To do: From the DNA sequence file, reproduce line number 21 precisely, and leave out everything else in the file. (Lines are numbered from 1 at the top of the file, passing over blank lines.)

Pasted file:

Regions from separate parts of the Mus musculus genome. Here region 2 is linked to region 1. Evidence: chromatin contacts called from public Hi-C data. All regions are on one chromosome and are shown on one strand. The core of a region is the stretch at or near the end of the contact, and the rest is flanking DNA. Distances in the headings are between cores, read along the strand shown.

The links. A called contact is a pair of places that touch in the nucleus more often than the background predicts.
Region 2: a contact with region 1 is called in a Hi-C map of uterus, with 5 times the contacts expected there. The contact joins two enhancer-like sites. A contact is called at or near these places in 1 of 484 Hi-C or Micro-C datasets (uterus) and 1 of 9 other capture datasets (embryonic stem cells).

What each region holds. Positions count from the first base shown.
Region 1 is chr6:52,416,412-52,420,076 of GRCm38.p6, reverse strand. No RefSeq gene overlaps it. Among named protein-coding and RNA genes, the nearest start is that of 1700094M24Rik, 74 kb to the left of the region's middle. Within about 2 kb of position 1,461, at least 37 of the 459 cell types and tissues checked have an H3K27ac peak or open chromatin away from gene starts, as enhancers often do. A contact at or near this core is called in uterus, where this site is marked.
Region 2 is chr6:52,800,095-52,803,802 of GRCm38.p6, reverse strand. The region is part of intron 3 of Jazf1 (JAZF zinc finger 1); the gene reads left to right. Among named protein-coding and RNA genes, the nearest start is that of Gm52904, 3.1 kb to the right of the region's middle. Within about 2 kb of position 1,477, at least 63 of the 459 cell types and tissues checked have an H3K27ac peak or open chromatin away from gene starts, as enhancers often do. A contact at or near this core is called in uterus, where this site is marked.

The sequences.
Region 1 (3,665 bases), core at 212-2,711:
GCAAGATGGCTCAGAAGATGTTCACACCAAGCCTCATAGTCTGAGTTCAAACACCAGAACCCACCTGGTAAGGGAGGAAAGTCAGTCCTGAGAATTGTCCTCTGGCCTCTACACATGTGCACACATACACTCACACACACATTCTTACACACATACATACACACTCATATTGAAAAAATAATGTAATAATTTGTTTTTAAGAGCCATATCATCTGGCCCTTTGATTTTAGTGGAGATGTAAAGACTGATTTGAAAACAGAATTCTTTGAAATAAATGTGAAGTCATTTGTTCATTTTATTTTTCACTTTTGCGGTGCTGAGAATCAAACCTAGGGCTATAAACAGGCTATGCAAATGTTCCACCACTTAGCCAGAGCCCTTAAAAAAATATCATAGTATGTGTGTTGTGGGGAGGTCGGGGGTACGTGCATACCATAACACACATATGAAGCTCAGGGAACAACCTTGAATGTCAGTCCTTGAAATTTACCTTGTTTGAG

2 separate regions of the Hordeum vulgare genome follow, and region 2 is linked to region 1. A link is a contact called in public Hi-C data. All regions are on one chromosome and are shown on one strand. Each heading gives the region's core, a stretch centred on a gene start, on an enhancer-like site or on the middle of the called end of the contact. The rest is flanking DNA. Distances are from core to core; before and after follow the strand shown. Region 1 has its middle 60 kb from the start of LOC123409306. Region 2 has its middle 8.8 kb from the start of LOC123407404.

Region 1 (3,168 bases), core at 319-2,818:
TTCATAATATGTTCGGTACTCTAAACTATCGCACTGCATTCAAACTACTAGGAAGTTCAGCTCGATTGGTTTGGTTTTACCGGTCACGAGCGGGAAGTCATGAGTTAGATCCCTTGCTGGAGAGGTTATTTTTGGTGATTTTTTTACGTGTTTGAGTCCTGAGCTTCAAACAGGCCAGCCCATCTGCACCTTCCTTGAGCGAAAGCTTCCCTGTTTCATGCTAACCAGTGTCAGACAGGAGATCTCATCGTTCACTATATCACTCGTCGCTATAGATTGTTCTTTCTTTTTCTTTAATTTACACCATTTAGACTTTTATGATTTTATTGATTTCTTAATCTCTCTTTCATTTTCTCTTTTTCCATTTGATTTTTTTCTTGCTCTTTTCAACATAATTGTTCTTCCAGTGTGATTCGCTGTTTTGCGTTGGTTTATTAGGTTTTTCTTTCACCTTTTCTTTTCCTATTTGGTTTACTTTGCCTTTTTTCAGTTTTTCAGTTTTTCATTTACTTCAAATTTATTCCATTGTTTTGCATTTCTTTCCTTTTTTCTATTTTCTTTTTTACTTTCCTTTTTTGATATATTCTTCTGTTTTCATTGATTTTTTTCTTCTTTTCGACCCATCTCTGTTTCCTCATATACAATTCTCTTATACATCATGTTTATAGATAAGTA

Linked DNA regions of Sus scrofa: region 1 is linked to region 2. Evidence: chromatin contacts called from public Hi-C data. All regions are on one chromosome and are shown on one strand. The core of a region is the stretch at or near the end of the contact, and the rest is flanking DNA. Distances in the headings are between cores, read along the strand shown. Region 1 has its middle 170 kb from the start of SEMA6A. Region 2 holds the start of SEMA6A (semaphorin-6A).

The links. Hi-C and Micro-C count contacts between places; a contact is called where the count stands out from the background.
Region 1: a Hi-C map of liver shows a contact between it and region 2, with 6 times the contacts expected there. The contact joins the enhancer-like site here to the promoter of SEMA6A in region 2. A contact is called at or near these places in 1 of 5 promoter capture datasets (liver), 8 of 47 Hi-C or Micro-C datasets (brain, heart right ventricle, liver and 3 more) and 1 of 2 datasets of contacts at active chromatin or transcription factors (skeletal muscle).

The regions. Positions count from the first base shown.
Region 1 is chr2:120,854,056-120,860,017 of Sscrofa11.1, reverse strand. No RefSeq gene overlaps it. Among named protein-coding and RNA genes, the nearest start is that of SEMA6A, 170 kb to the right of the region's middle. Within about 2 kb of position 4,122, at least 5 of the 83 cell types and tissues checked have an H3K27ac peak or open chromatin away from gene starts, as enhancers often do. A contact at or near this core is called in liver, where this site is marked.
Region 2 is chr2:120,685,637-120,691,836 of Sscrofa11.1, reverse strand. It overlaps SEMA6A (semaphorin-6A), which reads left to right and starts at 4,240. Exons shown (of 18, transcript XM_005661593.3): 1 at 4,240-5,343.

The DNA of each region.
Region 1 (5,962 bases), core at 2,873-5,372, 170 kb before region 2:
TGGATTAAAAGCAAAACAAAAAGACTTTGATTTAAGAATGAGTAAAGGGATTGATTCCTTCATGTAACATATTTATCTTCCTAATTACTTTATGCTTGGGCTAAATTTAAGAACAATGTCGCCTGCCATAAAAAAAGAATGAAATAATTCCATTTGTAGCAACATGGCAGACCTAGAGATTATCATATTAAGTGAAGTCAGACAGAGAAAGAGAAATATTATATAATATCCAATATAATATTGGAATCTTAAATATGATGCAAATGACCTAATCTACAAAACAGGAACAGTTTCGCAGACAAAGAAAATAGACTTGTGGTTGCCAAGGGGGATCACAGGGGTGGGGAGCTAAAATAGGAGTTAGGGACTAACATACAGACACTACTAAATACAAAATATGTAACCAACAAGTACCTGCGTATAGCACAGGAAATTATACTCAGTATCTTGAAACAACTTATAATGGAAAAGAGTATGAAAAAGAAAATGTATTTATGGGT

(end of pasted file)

TGGATTAAAAGCAAAACAAAAAGACTTTGATTTAAGAATGAGTAAAGGGATTGATTCCTTCATGTAACATATTTATCTTCCTAATTACTTTATGCTTGGGCTAAATTTAAGAACAATGTCGCCTGCCATAAAAAAAGAATGAAATAATTCCATTTGTAGCAACATGGCAGACCTAGAGATTATCATATTAAGTGAAGTCAGACAGAGAAAGAGAAATATTATATAATATCCAATATAATATTGGAATCTTAAATATGATGCAAATGACCTAATCTACAAAACAGGAACAGTTTCGCAGACAAAGAAAATAGACTTGTGGTTGCCAAGGGGGATCACAGGGGTGGGGAGCTAAAATAGGAGTTAGGGACTAACATACAGACACTACTAAATACAAAATATGTAACCAACAAGTACCTGCGTATAGCACAGGAAATTATACTCAGTATCTTGAAACAACTTATAATGGAAAAGAGTATGAAAAAGAAAATGTATTTATGGGT